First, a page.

Event Check Points that Signal it is Time to Update your Will

Our bodies change as we get older, so we head to the doctor in order to make sure that we are functioning properly. Sometimes in a check-up, a physician may find that we have some sort of illness or condition, and set about finding a way to fix the problem. Cars are the same way. As your car gets older, you take it to a serviceman for some help. This person makes an effort to clean up the engine and make sure that the car will succeed in taking you where you want to go. In a similar way, you need to give your estate plan a check-up every once and awhile.

As you get older, so does your estate plan, and provisions in your will may slowly lose their applicability as your assets change and your heirs pass away or spark family conflicts. If you wrote a will when you were newly married, chances are that even 10 years down the road that will will be outdated. You may have children now and have acquired new properties or assets that need to be included in your plan. As you grow even older, you may have grandchildren to factor into your inheritance. Estates need almost annual tweaking, and maintenance in order to stay up to date with the busy and exciting changes in your life.

Your estate plan has what are called event checkpoints. Essentially, these are different situations that change your personal, family, financial, or health life. Whenever one of these events occurs, it’s like a symptom prodding you to go to the doctor or a light on your vehicle dashboard tell you to take your car to the shop. It’s time for maintenance. Even a change in tax laws may make it essential for you to re-do your will. Whenever you marry, divorce, or separate, it’s time to redo the will. As well, if your health or the health of your spouse declines, if your spouse passes away, or if the value of your assets changes dramatically, such as when winning the lottery or receiving an inheritance, then check-up on your estate plan. If you change businesses, or buy real estate in another state, these actions will affect the future of your property.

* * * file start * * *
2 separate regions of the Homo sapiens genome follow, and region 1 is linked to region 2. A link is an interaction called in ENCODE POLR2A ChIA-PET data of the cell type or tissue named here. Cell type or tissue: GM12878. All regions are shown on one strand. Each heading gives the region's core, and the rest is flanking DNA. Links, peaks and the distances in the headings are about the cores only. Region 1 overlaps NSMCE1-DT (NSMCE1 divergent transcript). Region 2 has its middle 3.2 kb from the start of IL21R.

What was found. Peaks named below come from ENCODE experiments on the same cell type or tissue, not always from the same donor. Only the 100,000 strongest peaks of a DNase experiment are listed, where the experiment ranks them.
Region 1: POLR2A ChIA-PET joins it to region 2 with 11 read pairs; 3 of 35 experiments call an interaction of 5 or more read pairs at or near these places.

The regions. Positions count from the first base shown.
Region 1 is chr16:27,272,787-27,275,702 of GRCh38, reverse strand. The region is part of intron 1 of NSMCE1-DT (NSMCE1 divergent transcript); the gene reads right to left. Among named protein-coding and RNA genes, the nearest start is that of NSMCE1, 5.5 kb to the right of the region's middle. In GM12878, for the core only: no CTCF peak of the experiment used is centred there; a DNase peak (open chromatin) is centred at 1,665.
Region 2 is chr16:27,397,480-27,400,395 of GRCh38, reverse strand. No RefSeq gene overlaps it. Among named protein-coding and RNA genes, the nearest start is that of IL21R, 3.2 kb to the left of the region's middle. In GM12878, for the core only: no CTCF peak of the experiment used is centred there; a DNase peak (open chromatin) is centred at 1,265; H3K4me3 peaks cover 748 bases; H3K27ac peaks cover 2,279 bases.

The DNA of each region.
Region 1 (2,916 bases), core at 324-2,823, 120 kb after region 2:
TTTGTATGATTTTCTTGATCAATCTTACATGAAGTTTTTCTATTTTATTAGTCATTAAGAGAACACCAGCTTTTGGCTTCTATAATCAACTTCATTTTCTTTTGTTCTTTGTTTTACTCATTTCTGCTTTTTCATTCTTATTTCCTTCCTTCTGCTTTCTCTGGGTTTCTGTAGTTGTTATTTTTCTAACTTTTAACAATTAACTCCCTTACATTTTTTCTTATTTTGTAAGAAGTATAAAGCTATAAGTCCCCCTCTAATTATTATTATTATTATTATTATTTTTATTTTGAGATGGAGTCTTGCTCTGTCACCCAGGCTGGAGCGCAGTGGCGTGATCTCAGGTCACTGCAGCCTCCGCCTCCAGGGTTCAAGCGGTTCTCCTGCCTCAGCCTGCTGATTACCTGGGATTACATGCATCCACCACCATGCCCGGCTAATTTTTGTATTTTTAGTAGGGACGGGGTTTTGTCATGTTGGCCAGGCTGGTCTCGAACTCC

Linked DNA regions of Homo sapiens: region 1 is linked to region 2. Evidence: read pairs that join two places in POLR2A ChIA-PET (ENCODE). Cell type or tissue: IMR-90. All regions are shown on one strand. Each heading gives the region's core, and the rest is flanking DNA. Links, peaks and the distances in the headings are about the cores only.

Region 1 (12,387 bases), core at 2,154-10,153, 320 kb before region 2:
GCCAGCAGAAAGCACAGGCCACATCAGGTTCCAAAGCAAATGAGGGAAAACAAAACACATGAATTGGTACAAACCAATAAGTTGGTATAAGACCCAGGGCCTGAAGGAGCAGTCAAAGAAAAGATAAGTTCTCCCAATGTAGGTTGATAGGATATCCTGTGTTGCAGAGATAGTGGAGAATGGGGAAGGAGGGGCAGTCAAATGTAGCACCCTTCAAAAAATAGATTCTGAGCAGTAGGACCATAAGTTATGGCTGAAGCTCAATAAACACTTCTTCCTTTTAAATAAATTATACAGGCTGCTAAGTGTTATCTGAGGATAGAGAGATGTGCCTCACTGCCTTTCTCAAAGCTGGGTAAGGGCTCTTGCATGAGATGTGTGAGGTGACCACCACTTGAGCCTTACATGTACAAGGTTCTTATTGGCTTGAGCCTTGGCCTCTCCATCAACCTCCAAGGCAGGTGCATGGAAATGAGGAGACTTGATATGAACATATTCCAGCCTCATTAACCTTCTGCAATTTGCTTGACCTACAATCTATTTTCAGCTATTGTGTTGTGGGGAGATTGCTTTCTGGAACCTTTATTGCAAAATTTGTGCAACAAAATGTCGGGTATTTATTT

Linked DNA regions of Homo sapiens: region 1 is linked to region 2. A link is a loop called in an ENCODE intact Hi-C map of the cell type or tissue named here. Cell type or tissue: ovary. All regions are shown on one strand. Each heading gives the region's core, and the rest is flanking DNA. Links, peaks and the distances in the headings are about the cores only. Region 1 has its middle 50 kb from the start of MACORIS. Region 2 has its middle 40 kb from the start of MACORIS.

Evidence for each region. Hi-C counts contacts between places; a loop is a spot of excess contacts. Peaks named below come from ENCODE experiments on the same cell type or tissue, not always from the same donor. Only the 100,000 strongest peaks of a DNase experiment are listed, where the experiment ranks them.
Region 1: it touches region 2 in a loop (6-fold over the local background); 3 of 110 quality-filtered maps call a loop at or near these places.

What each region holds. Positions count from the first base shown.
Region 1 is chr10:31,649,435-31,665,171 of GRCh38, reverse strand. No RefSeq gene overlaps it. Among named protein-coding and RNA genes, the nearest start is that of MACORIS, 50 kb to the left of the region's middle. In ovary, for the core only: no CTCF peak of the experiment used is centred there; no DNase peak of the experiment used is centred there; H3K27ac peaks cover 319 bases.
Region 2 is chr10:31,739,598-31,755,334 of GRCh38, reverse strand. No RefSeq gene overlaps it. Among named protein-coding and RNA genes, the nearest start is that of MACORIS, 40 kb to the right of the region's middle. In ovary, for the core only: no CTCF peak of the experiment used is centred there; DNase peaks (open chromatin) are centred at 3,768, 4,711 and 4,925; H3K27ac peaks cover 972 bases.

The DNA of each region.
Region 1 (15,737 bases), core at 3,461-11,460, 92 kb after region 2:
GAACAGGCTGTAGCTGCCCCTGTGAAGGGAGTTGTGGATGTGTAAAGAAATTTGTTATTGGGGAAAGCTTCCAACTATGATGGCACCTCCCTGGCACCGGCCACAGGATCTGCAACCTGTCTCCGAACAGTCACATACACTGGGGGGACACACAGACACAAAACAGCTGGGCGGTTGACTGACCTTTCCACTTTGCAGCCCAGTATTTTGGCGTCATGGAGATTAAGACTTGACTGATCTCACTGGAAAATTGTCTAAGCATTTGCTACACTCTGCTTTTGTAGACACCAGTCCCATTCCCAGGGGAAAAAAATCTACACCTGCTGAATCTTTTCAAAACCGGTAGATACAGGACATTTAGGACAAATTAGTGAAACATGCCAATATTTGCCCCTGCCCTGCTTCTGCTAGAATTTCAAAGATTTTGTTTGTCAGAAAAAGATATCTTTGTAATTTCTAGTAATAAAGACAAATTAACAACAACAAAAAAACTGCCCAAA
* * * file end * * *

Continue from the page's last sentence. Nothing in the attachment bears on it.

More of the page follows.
Whenever you give birth to another child or adopt a new little one, then you will want to include this into your estate planning documents. Whenever a child gets married or divorced, or your family receives a drastic finance change, these constitute as event checkpoints. Even checkpoints also occur when a parent or relative becomes dependent on you or when a minor becomes an adult. You can even alter a will if one of your children has an attitude adjustment that drives him closer or farther away from you emotionally. Whenever a family member dies, the will may also need to be updated, especially if that person was an heir.

Also, whenever the federal or state tax laws change, or when you plan to move to a different state, you will want to do a little estate planning maintenance. This can also occur when your successor, trustee or guardian in the current will moves, becomes ill, passes away, or changes his or her mind. If you change your mind on any aspect of your estate for any reason, then you will want to alter that on your will right away so that you don’t end up with a document that doesn’t reflect your wishes when you pass away. If you can remember to dutifully update your will when times call for it, it will help your heirs to avoid conflicts in the future.